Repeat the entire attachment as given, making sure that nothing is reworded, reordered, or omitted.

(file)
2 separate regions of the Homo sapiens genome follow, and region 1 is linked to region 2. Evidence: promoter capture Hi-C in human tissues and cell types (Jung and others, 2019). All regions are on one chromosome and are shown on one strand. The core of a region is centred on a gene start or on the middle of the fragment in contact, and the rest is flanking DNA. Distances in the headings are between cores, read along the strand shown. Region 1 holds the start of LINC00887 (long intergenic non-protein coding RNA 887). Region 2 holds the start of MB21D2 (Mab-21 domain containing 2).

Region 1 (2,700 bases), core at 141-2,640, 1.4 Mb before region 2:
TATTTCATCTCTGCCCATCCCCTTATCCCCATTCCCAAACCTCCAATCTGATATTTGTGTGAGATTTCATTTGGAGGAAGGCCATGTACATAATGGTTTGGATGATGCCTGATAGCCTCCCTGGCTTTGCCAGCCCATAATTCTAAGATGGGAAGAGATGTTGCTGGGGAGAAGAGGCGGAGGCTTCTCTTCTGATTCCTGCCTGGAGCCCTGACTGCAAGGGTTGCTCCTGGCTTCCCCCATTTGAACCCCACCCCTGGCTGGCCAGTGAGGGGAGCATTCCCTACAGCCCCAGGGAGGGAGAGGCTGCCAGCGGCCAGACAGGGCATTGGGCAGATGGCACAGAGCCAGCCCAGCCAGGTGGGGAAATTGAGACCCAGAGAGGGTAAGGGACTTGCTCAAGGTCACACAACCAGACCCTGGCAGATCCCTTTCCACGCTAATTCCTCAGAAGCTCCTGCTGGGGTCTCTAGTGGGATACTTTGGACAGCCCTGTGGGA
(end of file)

2 separate regions of the Homo sapiens genome follow, and region 1 is linked to region 2. Evidence: promoter capture Hi-C in human tissues and cell types (Jung and others, 2019). All regions are on one chromosome and are shown on one strand. The core of a region is centred on a gene start or on the middle of the fragment in contact, and the rest is flanking DNA. Distances in the headings are between cores, read along the strand shown. Region 1 holds the start of LINC00887 (long intergenic non-protein coding RNA 887). Region 2 holds the start of MB21D2 (Mab-21 domain containing 2).

Region 1 (2,700 bases), core at 141-2,640, 1.4 Mb before region 2:
TATTTCATCTCTGCCCATCCCCTTATCCCCATTCCCAAACCTCCAATCTGATATTTGTGTGAGATTTCATTTGGAGGAAGGCCATGTACATAATGGTTTGGATGATGCCTGATAGCCTCCCTGGCTTTGCCAGCCCATAATTCTAAGATGGGAAGAGATGTTGCTGGGGAGAAGAGGCGGAGGCTTCTCTTCTGATTCCTGCCTGGAGCCCTGACTGCAAGGGTTGCTCCTGGCTTCCCCCATTTGAACCCCACCCCTGGCTGGCCAGTGAGGGGAGCATTCCCTACAGCCCCAGGGAGGGAGAGGCTGCCAGCGGCCAGACAGGGCATTGGGCAGATGGCACAGAGCCAGCCCAGCCAGGTGGGGAAATTGAGACCCAGAGAGGGTAAGGGACTTGCTCAAGGTCACACAACCAGACCCTGGCAGATCCCTTTCCACGCTAATTCCTCAGAAGCTCCTGCTGGGGTCTCTAGTGGGATACTTTGGACAGCCCTGTGGGA